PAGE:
The Bevan Foundation asked 120 people in South Wales how they responded to cold weather in last year’s winter. The winter of 2009-10 was the coldest in 30 years with the mean UK temperature falling to 1.5C, the lowest since 1978-79.
Provisional figures for this winter (2010-11) reveal it was the coldest for 100 years, with the mean temperature in the UK plummeting to -1C, compared to the long-term average of 4.2C.
The Bevan Foundation research found people were cutting back on food to pay for energy or even going without warmth to keep bills low. Just under a third never increased their heating in the cold.
High-flyers to escape British migration cap
(For non-British readers: “The City” is London’s financial district)
High-flyers earning more than £150,000 a year will be exempt from the yearly cap on economic migration, ministers will announce on Wednesday. The move comes in response to fears that the limit would hinder the City’s ability to hire global talent.
The concession will be welcomed by business leaders, who have warned the government that the limit on work permits for non-Europeans threatens to damage important trading partnerships and London’s standing as an international commercial hub.
Lady Valentine, chief executive of London First, a City lobby group that has led opposition to the cap, said: “It is refreshing to see that government is listening to business concerns. Many of London’s biggest global employers will be delighted with the restrictions on high earners being lifted.”
Yearly net migration rose recently to 215,000, although much of that could be attributed to Britons no longer emigrating to Spain.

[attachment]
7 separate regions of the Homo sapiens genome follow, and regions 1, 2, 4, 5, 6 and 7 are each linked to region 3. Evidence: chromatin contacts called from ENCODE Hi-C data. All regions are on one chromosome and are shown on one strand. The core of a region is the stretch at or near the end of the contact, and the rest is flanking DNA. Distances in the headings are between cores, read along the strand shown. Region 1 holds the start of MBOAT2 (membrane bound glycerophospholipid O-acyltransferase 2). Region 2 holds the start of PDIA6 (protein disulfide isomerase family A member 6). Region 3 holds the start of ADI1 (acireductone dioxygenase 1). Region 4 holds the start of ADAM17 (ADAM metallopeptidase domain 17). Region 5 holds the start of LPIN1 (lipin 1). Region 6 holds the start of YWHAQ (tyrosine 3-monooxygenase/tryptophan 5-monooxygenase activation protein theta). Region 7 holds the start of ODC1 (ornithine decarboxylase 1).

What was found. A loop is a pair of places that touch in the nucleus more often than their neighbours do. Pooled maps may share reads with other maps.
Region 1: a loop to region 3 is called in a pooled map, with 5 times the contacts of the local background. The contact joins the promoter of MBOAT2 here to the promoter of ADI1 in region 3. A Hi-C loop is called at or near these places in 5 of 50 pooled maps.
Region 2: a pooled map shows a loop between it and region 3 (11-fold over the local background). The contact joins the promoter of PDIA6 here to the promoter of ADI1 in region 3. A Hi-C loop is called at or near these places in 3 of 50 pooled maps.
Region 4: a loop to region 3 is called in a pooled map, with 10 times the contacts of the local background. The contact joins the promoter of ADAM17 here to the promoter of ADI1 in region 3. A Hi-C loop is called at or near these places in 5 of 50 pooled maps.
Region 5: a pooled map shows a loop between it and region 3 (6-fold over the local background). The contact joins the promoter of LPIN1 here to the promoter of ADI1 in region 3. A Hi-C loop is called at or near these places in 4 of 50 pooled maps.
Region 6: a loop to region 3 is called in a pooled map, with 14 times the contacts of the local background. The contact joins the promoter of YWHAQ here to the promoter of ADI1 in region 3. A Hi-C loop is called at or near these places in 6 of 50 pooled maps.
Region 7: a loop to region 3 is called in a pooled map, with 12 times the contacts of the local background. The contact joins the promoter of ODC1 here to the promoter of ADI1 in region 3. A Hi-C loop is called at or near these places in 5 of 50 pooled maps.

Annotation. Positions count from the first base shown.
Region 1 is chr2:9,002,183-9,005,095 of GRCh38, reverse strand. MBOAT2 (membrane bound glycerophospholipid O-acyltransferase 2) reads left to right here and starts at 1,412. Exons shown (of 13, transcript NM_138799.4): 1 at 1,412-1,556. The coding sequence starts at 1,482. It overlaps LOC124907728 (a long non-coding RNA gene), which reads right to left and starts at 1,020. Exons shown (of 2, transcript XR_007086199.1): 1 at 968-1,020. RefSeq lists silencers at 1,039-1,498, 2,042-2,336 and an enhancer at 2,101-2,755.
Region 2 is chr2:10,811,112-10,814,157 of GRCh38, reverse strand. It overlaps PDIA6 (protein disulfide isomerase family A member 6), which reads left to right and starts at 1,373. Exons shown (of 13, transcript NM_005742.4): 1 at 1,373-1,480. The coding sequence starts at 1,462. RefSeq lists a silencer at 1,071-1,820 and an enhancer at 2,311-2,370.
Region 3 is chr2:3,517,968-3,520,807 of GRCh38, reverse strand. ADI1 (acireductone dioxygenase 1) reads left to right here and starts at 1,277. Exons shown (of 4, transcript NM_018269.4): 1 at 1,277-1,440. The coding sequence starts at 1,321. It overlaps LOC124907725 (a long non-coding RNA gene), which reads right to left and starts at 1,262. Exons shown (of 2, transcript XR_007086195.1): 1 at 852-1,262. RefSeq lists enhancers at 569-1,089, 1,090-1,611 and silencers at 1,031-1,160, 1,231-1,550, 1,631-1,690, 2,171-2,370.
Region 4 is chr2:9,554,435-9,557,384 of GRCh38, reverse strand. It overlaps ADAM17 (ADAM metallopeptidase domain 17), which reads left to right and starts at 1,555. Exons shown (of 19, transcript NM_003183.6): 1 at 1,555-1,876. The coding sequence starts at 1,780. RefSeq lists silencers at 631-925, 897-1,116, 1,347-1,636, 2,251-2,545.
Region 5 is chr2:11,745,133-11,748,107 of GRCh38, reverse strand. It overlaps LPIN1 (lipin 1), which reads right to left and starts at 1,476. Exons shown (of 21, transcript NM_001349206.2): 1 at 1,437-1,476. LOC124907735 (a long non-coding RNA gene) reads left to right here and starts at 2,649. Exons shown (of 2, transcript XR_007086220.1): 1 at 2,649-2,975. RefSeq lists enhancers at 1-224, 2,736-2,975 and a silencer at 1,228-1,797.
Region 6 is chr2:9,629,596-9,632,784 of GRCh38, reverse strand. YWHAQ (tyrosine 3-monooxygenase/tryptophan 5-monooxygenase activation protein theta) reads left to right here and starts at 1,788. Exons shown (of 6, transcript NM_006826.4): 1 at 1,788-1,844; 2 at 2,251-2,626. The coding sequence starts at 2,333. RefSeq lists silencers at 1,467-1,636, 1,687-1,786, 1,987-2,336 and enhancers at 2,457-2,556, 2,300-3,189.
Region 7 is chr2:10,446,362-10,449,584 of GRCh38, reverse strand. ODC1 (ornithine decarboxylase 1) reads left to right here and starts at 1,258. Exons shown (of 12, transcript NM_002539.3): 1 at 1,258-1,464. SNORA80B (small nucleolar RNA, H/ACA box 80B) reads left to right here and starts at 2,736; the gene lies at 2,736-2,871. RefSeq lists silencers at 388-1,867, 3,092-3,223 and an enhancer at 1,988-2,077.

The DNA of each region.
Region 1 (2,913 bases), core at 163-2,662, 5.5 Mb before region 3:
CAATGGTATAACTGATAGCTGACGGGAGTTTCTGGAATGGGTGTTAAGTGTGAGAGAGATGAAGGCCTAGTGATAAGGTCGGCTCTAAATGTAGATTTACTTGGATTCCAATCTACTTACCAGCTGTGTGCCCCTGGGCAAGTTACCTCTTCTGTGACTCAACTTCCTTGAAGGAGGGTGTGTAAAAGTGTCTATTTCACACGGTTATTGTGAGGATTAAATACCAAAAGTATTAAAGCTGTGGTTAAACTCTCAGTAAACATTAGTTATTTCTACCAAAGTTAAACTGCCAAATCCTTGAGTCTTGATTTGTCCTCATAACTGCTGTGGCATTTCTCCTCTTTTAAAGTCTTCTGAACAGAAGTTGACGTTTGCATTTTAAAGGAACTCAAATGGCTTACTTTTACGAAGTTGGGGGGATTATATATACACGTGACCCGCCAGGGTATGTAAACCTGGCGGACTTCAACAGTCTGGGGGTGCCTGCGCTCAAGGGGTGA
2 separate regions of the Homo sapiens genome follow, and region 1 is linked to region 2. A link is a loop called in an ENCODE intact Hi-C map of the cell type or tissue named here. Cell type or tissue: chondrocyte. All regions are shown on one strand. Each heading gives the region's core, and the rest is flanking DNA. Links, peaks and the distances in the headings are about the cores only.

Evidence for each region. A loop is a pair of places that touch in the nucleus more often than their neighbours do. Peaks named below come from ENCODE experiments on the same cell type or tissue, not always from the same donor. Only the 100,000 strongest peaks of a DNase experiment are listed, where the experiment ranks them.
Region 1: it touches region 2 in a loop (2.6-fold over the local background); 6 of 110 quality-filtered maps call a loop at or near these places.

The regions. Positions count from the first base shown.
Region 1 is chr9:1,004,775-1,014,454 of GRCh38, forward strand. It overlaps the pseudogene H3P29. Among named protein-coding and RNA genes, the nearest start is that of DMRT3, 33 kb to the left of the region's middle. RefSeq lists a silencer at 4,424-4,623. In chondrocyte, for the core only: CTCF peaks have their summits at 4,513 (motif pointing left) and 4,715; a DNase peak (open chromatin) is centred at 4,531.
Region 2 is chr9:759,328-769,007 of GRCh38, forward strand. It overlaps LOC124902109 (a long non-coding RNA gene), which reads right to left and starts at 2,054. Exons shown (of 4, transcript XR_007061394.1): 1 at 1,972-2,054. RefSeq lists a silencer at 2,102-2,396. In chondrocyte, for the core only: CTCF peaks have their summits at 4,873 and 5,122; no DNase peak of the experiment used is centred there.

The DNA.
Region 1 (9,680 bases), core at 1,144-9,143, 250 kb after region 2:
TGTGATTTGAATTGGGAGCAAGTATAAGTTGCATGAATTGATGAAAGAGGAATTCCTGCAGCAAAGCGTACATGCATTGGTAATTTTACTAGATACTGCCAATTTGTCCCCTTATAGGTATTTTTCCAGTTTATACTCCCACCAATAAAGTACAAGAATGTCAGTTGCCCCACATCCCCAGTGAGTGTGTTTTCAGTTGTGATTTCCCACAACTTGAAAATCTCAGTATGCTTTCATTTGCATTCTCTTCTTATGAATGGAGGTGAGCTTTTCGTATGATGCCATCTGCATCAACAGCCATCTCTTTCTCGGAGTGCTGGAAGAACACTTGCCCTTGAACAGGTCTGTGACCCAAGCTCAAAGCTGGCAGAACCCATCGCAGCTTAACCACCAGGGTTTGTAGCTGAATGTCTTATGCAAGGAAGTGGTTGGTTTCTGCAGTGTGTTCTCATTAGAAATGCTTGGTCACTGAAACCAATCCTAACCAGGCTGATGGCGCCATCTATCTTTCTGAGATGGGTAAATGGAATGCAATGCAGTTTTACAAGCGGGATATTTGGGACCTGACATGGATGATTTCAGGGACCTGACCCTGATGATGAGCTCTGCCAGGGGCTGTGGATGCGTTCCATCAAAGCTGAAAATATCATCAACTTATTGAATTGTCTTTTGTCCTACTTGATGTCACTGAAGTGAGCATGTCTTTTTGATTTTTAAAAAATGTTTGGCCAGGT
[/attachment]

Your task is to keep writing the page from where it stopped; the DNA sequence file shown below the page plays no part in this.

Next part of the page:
There is also evidence that immigration from Ireland is rising, as well as from other EU countries such as Latvia and Lithuania, also outside the government’s control.
The points-based system will be ranked to favour jobs where there are skills shortages, scientific researchers and high earners.
British shed owners warned wire on windows could hurt burglars
Police have told residents to stop putting wire mesh on their garden shed windows – because they could be sued if a burglar is injured.
A spate of thefts in several towns and villages in Kent and Surrey over the past few months led to many householders taking action to protect their property.
Some have been warned by police that using wire mesh to reinforce shed windows was “dangerous’’ and could lead to criminals claiming compensation if they “hurt themselves’’.
Thieves target sheds to steal lawnmowers, power drills, bicycles and a variety of DIY tools.
Thomas Cooper, of Tatsfield, Surrey, used wire mesh to protect three of his garden sheds after two break-ins over the past four years. He decided to take action after reports of a rise in garden raids in the area. Mr Cooper said: “I reinforced my shed windows with wire mesh, but was told by the police I had to be very careful because thieves can actually sue you if they get hurt. “It is ridiculous that the law protects them even though they are breaking it.”
Last month Samantha Cullum, a mother-of-three, of Brasted, near Sevenoaks in Kent, had her whole shed stolen when thieves lifted it on to a lorry. She said: “We had some tools stolen every now and again, but this time they took the entire shed – I couldn’t believe it.”
Dave Bishop, of Tatsfield, said: “The law is so stupid, and you never know what decision judges are going to make. People do get fed up with these people trying to help themselves to things which you have worked hard to gather together.”
Pc John Lee, a crime reduction officer for Tandridge, said: “We are constantly advising home owners to protect their property and the contents of their shed or garage, however, a commonsense approach needs to be taken. “To properly secure your sheds, Surrey Police strongly advises people to invest in items such as good-quality locks and bolts, and not to resort to homemade devices, as this could cause injury.”